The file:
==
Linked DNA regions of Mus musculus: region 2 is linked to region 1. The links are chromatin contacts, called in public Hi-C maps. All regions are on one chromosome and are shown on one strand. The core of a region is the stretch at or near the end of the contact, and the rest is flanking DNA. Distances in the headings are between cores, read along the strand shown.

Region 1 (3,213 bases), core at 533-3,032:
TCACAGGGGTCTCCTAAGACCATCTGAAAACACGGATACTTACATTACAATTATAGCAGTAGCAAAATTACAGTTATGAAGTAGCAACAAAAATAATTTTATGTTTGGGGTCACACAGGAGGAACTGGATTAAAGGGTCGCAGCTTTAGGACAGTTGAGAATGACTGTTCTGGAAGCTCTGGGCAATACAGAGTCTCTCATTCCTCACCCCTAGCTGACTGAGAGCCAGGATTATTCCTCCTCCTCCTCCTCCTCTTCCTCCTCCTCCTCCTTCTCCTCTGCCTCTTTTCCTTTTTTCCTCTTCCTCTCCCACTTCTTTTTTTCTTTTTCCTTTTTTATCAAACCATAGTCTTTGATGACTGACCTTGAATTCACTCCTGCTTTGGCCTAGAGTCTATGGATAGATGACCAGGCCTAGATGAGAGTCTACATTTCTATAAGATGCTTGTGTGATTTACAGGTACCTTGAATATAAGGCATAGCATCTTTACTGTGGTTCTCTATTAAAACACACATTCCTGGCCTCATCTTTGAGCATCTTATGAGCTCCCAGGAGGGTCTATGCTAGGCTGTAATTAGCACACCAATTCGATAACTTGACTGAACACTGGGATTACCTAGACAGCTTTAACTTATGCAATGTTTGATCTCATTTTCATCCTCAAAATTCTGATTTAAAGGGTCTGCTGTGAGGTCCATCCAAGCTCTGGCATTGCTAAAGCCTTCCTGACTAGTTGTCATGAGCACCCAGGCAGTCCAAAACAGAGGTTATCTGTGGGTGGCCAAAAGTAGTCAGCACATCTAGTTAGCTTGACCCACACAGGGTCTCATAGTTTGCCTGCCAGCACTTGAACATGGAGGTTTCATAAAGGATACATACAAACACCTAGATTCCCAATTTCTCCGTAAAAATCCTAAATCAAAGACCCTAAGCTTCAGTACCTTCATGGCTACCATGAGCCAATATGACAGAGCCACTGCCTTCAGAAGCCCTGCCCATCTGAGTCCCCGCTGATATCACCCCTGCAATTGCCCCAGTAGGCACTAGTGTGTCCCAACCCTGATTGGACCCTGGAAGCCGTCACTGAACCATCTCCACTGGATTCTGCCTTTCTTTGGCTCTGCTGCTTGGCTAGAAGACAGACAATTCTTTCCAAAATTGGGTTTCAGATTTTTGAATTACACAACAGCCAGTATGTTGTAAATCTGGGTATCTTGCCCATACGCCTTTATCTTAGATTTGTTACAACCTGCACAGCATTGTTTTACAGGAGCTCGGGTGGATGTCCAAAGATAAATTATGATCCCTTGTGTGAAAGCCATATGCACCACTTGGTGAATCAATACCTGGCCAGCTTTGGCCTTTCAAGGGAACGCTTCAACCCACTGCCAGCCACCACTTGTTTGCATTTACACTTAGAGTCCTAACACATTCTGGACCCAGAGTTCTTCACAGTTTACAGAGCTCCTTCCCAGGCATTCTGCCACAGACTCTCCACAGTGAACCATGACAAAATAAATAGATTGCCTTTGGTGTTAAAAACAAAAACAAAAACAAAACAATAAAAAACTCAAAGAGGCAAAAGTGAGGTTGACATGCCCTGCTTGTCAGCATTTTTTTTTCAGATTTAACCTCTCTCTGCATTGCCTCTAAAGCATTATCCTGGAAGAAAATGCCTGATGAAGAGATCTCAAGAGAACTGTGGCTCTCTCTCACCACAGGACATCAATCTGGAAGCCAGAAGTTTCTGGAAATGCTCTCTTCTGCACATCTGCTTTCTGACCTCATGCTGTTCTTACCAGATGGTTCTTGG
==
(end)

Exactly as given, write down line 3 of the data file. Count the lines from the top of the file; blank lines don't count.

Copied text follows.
TCACAGGGGTCTCCTAAGACCATCTGAAAACACGGATACTTACATTACAATTATAGCAGTAGCAAAATTACAGTTATGAAGTAGCAACAAAAATAATTTTATGTTTGGGGTCACACAGGAGGAACTGGATTAAAGGGTCGCAGCTTTAGGACAGTTGAGAATGACTGTTCTGGAAGCTCTGGGCAATACAGAGTCTCTCATTCCTCACCCCTAGCTGACTGAGAGCCAGGATTATTCCTCCTCCTCCTCCTCCTCTTCCTCCTCCTCCTCCTTCTCCTCTGCCTCTTTTCCTTTTTTCCTCTTCCTCTCCCACTTCTTTTTTTCTTTTTCCTTTTTTATCAAACCATAGTCTTTGATGACTGACCTTGAATTCACTCCTGCTTTGGCCTAGAGTCTATGGATAGATGACCAGGCCTAGATGAGAGTCTACATTTCTATAAGATGCTTGTGTGATTTACAGGTACCTTGAATATAAGGCATAGCATCTTTACTGTGGTTCTCTATTAAAACACACATTCCTGGCCTCATCTTTGAGCATCTTATGAGCTCCCAGGAGGGTCTATGCTAGGCTGTAATTAGCACACCAATTCGATAACTTGACTGAACACTGGGATTACCTAGACAGCTTTAACTTATGCAATGTTTGATCTCATTTTCATCCTCAAAATTCTGATTTAAAGGGTCTGCTGTGAGGTCCATCCAAGCTCTGGCATTGCTAAAGCCTTCCTGACTAGTTGTCATGAGCACCCAGGCAGTCCAAAACAGAGGTTATCTGTGGGTGGCCAAAAGTAGTCAGCACATCTAGTTAGCTTGACCCACACAGGGTCTCATAGTTTGCCTGCCAGCACTTGAACATGGAGGTTTCATAAAGGATACATACAAACACCTAGATTCCCAATTTCTCCGTAAAAATCCTAAATCAAAGACCCTAAGCTTCAGTACCTTCATGGCTACCATGAGCCAATATGACAGAGCCACTGCCTTCAGAAGCCCTGCCCATCTGAGTCCCCGCTGATATCACCCCTGCAATTGCCCCAGTAGGCACTAGTGTGTCCCAACCCTGATTGGACCCTGGAAGCCGTCACTGAACCATCTCCACTGGATTCTGCCTTTCTTTGGCTCTGCTGCTTGGCTAGAAGACAGACAATTCTTTCCAAAATTGGGTTTCAGATTTTTGAATTACACAACAGCCAGTATGTTGTAAATCTGGGTATCTTGCCCATACGCCTTTATCTTAGATTTGTTACAACCTGCACAGCATTGTTTTACAGGAGCTCGGGTGGATGTCCAAAGATAAATTATGATCCCTTGTGTGAAAGCCATATGCACCACTTGGTGAATCAATACCTGGCCAGCTTTGGCCTTTCAAGGGAACGCTTCAACCCACTGCCAGCCACCACTTGTTTGCATTTACACTTAGAGTCCTAACACATTCTGGACCCAGAGTTCTTCACAGTTTACAGAGCTCCTTCCCAGGCATTCTGCCACAGACTCTCCACAGTGAACCATGACAAAATAAATAGATTGCCTTTGGTGTTAAAAACAAAAACAAAAACAAAACAATAAAAAACTCAAAGAGGCAAAAGTGAGGTTGACATGCCCTGCTTGTCAGCATTTTTTTTTCAGATTTAACCTCTCTCTGCATTGCCTCTAAAGCATTATCCTGGAAGAAAATGCCTGATGAAGAGATCTCAAGAGAACTGTGGCTCTCTCTCACCACAGGACATCAATCTGGAAGCCAGAAGTTTCTGGAAATGCTCTCTTCTGCACATCTGCTTTCTGACCTCATGCTGTTCTTACCAGATGGTTCTTGG